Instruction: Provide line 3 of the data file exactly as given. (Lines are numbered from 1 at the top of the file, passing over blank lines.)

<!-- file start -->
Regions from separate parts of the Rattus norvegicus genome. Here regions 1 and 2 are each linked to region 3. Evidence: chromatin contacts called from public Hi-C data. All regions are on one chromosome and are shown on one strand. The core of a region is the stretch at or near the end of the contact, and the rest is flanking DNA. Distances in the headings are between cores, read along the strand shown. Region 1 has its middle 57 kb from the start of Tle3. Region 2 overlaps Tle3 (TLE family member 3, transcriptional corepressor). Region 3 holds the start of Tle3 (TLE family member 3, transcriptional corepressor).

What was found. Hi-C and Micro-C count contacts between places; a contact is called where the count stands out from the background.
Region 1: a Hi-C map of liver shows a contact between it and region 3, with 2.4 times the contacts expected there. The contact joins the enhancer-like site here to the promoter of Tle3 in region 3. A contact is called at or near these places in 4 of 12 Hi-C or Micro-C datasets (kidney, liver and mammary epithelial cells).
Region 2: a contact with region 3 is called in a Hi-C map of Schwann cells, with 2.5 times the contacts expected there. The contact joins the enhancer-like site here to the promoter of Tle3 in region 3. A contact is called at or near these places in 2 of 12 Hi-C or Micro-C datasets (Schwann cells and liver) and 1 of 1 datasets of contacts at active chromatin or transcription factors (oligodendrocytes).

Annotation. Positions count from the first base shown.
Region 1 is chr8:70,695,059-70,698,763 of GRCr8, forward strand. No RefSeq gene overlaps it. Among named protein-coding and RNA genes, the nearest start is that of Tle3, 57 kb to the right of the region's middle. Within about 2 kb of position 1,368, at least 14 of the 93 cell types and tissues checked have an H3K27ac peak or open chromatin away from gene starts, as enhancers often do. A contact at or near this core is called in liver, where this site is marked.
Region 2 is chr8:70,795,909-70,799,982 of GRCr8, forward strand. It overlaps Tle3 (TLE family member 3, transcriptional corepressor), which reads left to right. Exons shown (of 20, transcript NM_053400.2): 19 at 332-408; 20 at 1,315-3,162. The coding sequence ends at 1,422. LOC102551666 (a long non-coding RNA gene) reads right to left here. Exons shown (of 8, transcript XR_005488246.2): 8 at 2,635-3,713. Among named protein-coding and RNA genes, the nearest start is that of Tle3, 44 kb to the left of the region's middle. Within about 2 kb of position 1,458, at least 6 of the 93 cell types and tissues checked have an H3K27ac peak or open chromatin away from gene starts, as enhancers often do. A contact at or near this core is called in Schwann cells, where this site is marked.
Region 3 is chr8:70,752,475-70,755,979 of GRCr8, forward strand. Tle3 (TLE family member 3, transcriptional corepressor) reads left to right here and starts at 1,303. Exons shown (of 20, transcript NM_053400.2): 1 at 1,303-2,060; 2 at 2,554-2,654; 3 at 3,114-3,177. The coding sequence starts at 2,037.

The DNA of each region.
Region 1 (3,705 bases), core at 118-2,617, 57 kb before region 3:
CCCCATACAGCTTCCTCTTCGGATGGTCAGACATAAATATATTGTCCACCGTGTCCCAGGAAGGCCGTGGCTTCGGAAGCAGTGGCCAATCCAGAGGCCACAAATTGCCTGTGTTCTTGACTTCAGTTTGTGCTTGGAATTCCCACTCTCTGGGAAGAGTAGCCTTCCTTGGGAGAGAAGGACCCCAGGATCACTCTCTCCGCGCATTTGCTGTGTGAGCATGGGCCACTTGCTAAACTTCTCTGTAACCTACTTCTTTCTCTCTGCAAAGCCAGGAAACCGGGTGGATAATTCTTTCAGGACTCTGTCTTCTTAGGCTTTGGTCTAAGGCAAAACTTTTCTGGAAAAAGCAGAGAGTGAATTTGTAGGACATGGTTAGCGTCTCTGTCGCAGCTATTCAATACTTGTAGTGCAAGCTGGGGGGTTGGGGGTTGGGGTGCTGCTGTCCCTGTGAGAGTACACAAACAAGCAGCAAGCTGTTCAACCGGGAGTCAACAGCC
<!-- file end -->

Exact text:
Region 1: a Hi-C map of liver shows a contact between it and region 3, with 2.4 times the contacts expected there. The contact joins the enhancer-like site here to the promoter of Tle3 in region 3. A contact is called at or near these places in 4 of 12 Hi-C or Micro-C datasets (kidney, liver and mammary epithelial cells).